The CNRS and UChicago launch a new International Research Centre
The International Research Centre for Fundamental Scientific Discovery will promote strong strategic convergence between the CNRS and the University of Chicago in scientific fields as diverse as particle physics and the digital humanities.
The CNRS has just opened its fourth International Research Centre (IRC), this time with the University of Chicago, one of its leading partners in the United States. The agreement to create the International Research Centre for Fundamental Scientific Discovery (IRC Discovery) was signed on 30 November in Washington DC, by the CNRS Chairman and CEO Antoine Petit and UChicago President Paul Alivisatos, during the state visit of French President Emmanuel Macron.
IRCs are new cooperation structures between the CNRS and its primary international partners, complementing a collaborative toolbox that already includes international laboratories, projects between scientists from CNRS research units and foreign institutions, and networks between teams from the CNRS and organisations abroad.
“An international laboratory, which focuses on a particular research field, is managed by the CNRS but established outside of France, under the joint supervisory authority of a foreign academic partner, most often a university,” explains Christelle Roy, Director of the CNRS European Research and International Cooperation Department (DERCI). “An IRC, on the other hand, is an umbrella structure without walls that enables a more direct strategic dialogue between the CNRS and an institution of excellence from another country. It marks a transition to a larger scale, bolstering an existing relationship through projects, networks, and international laboratories, paving the way for new programmes that will be conducted jointly.”
An IRC allows resources to be pooled for researchers, academics, and their doctoral students, especially through joint doctoral thesis programmes between the two partners. Workshops, preferably in person, are held as often as needed to facilitate exchanges between the two communities. This provides opportunities to refine ongoing projects and establish new ones, with IRCs promoting a long-term vision as part of expanded partnerships.
Following the launch of first IRC, the France-Arizona Institute for Global Grand Challenges in 2021, two more IRCs were opened in 2022, with Imperial College London and with The University of Tokyo. “We have seen a wonderful scientific story unfold with the University of Arizona,” says Roy. “A winning strategy in which research teams systematically develop projects together, with two scientific committees— one coordinated by the CNRS and the other by our partner— that regularly meet to open avenues for cooperation and decide on the next steps. This methodology also applies to the other two IRCs that we inaugurated last year, but are too recent to have yielded results at this stage.”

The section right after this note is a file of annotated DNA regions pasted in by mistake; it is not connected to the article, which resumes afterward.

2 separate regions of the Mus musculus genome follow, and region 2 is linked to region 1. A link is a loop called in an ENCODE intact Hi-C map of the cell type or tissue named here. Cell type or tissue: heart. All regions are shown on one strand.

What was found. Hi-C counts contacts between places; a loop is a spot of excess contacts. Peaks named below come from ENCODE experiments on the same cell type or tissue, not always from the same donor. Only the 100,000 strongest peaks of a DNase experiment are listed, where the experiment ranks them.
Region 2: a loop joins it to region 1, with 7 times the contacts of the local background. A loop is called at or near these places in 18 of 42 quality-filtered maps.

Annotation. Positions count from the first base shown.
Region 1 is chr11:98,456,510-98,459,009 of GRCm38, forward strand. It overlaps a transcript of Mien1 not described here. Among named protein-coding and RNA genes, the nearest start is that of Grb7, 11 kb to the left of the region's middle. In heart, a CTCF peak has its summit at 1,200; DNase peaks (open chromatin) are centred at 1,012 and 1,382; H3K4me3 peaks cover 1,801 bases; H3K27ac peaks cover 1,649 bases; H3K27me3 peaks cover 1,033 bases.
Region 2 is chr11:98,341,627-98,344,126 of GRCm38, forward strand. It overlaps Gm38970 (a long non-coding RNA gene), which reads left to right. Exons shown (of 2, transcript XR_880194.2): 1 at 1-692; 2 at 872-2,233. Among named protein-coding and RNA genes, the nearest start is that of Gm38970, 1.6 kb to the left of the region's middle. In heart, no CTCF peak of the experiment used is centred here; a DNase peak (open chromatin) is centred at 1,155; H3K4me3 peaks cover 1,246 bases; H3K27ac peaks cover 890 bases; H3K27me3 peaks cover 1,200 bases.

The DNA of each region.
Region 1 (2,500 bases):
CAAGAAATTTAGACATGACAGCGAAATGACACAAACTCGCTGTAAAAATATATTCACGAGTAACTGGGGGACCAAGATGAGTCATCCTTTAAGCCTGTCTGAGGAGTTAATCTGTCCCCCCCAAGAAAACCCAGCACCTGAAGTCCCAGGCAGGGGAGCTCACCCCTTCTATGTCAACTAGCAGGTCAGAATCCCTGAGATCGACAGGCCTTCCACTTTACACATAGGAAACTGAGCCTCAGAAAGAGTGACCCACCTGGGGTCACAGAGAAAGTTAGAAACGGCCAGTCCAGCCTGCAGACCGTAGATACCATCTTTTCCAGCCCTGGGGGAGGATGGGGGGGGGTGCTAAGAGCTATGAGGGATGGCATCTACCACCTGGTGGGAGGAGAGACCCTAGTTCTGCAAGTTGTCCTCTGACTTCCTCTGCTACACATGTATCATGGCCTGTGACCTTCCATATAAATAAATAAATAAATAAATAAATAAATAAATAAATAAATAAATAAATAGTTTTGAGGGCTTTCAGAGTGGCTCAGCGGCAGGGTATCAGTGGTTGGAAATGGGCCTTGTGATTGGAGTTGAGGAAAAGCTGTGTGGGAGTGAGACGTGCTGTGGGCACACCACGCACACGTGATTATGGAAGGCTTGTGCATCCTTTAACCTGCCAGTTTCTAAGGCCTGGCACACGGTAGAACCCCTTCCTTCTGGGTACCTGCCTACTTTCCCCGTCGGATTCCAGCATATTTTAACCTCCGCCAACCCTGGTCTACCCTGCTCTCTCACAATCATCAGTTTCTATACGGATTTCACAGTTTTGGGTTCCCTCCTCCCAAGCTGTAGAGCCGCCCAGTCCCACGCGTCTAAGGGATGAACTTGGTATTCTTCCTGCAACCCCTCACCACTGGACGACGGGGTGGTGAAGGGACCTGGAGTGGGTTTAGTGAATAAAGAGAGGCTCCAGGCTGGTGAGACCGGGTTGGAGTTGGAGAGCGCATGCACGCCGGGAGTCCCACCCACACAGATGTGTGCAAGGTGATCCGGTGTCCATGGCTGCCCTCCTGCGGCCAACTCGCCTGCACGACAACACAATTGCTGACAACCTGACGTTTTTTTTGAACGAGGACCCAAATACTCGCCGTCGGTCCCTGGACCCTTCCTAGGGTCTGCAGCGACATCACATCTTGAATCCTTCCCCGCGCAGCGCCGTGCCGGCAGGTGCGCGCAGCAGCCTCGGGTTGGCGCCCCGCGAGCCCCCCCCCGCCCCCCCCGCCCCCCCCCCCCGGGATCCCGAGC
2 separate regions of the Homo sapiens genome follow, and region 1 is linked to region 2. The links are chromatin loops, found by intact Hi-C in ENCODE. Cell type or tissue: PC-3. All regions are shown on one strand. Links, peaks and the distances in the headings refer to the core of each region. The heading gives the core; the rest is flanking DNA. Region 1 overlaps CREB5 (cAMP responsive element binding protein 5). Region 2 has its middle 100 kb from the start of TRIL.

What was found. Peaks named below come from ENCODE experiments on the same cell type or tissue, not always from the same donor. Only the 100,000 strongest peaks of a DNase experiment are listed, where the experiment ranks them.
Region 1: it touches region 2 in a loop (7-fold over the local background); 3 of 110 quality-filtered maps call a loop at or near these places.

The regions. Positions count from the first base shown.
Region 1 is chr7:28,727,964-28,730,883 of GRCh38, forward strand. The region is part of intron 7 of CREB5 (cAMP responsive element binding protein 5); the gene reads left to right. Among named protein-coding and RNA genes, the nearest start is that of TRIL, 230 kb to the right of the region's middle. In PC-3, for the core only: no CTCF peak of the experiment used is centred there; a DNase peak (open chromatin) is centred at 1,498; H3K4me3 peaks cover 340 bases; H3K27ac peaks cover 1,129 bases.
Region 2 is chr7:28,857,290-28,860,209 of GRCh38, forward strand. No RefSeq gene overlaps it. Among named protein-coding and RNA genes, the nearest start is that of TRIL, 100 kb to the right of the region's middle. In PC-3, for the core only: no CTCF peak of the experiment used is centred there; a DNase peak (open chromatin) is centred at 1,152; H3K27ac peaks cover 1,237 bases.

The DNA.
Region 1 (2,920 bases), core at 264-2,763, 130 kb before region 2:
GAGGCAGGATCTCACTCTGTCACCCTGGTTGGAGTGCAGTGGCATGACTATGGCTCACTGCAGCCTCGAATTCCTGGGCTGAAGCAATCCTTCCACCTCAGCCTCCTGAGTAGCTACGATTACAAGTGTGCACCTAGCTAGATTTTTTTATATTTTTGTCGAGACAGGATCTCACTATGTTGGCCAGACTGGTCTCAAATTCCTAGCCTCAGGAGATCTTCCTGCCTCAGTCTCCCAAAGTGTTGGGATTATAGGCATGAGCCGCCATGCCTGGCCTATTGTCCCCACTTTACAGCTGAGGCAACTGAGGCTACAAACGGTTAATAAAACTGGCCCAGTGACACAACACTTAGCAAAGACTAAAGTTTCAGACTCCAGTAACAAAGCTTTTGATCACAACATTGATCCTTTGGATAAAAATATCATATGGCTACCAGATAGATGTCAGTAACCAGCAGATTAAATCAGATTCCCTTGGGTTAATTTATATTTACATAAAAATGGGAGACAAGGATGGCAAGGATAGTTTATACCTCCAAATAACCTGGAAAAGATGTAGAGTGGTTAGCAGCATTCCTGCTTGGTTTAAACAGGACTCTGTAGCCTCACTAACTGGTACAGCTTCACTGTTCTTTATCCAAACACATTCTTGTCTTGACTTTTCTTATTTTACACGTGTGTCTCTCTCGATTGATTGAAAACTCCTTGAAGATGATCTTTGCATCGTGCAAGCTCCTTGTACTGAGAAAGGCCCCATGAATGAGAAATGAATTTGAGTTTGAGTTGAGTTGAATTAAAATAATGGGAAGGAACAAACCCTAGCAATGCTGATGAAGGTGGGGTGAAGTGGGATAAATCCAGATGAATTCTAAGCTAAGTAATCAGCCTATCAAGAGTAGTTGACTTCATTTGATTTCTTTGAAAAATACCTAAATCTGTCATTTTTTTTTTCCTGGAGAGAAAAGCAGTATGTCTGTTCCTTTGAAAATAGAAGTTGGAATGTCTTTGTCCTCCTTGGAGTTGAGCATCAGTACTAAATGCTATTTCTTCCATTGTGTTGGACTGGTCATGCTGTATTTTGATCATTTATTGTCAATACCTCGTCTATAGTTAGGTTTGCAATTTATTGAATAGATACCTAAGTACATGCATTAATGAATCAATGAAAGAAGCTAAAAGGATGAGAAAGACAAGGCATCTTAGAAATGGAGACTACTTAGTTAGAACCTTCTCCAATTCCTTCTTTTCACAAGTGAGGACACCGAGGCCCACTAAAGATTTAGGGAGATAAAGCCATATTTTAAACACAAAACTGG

IRC Discovery with UChicago is the fourth such structure to be opened in under two years. Although the creation of newIRCs appears to be accelerating, they are only established with the most collaborative partners, based on their strong ties with the CNRS, as well as on a number of different research topics and the quality of their academic research.
The University of Chicago is one of the best universities in the United States. In terms of co-publications, it is also among the first American partners of the CNRS, which in turn is its leading international research partner. “UChicago has top-notch facilities that include Fermilab,1 which is devoted to particle physics, and Argonne National Laboratory, focused on nuclear research,” Roy points out. “With the IRC Discovery, researchers from CNRS labs can more easily take advantage of these cutting-edge facilities.” In the field of physics, a first joint workshop was held last spring on quantum science.
Cooperation will also be bolstered in disciplines such as the human and social sciences, in which UChicago is a global leader, but also in areas as diverse as economics, astronomy, mathematics, political science, biology, physics, and chemistry, among others. “For an IRC, we do not reason in terms of research departments or topics, however powerful they may be,” Roy stresses. “We operate at the scale of the CNRS, based on institutional and strategic considerations.”
"As the CNRS is multidisciplinary by nature, we seek prestigious partners with equivalent capabilities, with whom we can work hand in hand to pursue basic research for the benefit of society, and find solutions to the societal challenges we are facing,” explains the CNRS Chairman and CEO Antoine Petit. “IRCs enable the leadership of the CNRS to communicate directly with its counterpart at the partnering institution, in order to provide responses that meet the ambitions of scientists in conducting their projects."
The need for joining forces to provide an answer to today’s issues also lies at the heart of UChicago President Alivisatos’ concerns. “Addressing the world’s greatest challenges requires deliberate international partnerships that bring together intellectual assets and infrastructure at scale. This new partnership is a great example of peer institutions committing their resources to reducing barriers to effective collaboration and accelerating solutions to global issues.”
- 1Fermi National Accelerator Laboratory.